Money for Mayors, rationing renters’ support and angry rich men

Top of the Charts

Afternoon all,

Hope you’re all feeling suitably levelled-up after yesterday’s jamboree of “Westminster will decide how to transform the economic prospects of your area, via a small heritage/leisure scheme”. The Government’s provided a map so you can see whether you’re getting a token bung long term strategic investment. I’d encourage anyone hoping centralisation at least meant quality control to check out the blurb for the £20 million allocation to Oakham and Melton, where locals must be very worried by the claim that their “natural entrepreneurial talents” are about to be harnessed by “a Demand Responsive Transport scheme”. God knows what that involves but it doesn’t sound fun.

Our reads this week have been through a far more rigorous selection process, with the winners ranging from estimates of post-Brexit migration changes to new research taking a long view of rising rents.

Have a great weekend, whether you’re being levelled up, down or straight out ignored.

Chief Executive
Resolution Foundation

Election earnings.Amid the general anti-politics vibes, people love claiming politicians are only in it for the money. Which is definitely not true in my experience (council leaders often earn well under half their chief execs salaries). But some will find support for their views in an Italian study showing that the winner of a mayoral election tends to out earn the loser over the following 15 years. But this isn’t because they get on the gravy train of well-paid speeches after they leave office – it’s entirely driven by winners of mayoral elections earning 30 per cent more than runners-up initially following the election (unsurprisingly given they got a guaranteed job). And as time passes, including after they leave office, mayors actually end up earning less than the runners-up. Politics really isn’t about the money.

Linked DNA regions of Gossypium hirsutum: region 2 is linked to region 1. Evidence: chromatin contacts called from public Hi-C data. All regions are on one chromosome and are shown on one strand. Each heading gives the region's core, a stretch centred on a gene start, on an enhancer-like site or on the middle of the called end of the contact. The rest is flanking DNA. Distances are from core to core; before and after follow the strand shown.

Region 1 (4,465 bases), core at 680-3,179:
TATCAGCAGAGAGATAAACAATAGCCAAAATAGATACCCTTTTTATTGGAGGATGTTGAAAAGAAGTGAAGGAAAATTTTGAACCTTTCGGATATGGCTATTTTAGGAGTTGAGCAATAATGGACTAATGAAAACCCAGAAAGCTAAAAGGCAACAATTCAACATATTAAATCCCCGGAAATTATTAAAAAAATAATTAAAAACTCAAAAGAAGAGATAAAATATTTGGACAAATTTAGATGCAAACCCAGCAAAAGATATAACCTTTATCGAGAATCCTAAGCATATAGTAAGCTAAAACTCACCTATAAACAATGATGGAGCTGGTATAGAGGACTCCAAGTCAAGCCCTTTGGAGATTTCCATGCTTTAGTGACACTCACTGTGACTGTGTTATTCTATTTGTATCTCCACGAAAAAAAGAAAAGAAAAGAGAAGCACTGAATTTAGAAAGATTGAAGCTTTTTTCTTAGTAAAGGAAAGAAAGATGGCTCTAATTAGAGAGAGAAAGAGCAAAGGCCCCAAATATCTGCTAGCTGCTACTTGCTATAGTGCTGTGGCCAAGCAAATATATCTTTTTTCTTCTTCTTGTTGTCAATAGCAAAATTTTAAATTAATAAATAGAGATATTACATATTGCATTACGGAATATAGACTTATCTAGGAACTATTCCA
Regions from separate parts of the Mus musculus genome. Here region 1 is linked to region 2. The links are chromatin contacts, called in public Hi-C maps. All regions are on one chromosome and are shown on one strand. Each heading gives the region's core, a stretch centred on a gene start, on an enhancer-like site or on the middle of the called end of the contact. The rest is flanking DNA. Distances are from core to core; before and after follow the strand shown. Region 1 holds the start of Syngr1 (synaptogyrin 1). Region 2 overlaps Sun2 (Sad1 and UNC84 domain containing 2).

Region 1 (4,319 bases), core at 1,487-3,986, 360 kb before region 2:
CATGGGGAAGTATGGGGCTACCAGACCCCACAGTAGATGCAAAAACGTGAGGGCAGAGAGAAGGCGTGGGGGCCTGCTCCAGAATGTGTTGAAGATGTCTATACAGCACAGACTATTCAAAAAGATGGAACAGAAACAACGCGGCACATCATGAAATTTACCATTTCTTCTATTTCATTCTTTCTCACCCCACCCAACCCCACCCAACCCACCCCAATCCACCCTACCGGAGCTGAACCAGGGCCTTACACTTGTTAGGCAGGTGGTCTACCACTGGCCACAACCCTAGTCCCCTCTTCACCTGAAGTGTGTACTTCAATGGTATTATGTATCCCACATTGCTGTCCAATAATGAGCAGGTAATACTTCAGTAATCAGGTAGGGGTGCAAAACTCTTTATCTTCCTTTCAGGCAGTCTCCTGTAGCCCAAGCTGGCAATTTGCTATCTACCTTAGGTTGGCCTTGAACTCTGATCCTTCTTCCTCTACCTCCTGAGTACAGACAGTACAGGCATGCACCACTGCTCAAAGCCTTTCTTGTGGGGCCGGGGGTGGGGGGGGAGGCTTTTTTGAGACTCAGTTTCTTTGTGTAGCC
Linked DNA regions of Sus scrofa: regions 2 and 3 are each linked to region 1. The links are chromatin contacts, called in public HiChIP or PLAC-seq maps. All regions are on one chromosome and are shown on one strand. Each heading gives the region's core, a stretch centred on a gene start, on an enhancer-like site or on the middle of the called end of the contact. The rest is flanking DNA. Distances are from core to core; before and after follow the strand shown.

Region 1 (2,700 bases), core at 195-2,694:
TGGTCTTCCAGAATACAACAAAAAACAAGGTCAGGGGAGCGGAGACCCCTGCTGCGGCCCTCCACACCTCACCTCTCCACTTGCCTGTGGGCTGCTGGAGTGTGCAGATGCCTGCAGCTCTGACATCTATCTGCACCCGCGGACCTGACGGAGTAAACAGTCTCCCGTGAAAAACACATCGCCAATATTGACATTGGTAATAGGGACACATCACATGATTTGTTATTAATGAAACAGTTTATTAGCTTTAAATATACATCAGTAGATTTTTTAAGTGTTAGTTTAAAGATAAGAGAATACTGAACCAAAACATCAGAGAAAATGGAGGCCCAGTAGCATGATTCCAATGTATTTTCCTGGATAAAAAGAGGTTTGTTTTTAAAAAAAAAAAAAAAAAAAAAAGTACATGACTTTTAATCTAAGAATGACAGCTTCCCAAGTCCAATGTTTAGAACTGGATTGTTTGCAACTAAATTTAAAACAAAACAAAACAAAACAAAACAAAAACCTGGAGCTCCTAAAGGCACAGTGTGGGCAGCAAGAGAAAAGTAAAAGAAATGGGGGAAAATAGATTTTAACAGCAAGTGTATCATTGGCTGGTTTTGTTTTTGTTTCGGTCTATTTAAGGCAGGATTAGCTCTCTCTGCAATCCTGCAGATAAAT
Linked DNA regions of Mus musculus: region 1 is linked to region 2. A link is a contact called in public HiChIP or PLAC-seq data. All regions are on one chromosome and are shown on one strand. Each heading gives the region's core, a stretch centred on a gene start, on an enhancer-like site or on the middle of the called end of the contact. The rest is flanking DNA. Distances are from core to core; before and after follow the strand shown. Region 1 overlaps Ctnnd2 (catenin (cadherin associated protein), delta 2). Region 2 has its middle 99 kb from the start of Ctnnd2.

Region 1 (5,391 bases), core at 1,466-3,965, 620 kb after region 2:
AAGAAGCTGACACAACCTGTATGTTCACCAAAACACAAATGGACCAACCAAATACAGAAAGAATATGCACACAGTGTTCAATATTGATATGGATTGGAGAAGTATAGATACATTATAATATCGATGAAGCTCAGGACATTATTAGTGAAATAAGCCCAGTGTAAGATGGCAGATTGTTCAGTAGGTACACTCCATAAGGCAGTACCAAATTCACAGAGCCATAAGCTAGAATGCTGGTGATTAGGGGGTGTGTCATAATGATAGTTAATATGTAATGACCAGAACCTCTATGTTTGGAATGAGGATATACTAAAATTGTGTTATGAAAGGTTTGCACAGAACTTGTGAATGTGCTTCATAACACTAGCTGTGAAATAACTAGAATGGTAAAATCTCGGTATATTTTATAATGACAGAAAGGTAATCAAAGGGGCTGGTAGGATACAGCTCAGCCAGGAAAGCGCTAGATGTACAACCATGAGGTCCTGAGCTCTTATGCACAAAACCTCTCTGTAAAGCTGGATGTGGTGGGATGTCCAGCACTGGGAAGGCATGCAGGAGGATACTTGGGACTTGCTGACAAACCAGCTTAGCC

Investigating immigration. Migration was quite a big deal in Brexit debates, but two years on from the end of free movement what has been the impact? The level of net migration certainly hasn’t fallen but a new report from John Springford and Jonathan Portes argues that if you focus just on workers, the end of freedom of movement has meant around 330,000 fewer of them in Britain (460,000 fewer Europeans, 130,000 more from elsewhere). That’s roughly one per cent of the labour force reduction focused in low paying parts of the economy. Now be careful concluding this means a lack of migration drove recent economy wide labour shortages – remember migrants bring demand as well as supply into an economy, and there’s headlines about labour shortages in many European countries too. It will have contributed to hiring challenges in lower paying sectors particularly reliant on EU workers. But that’s not a bug with the new migration regime, it’s a design feature.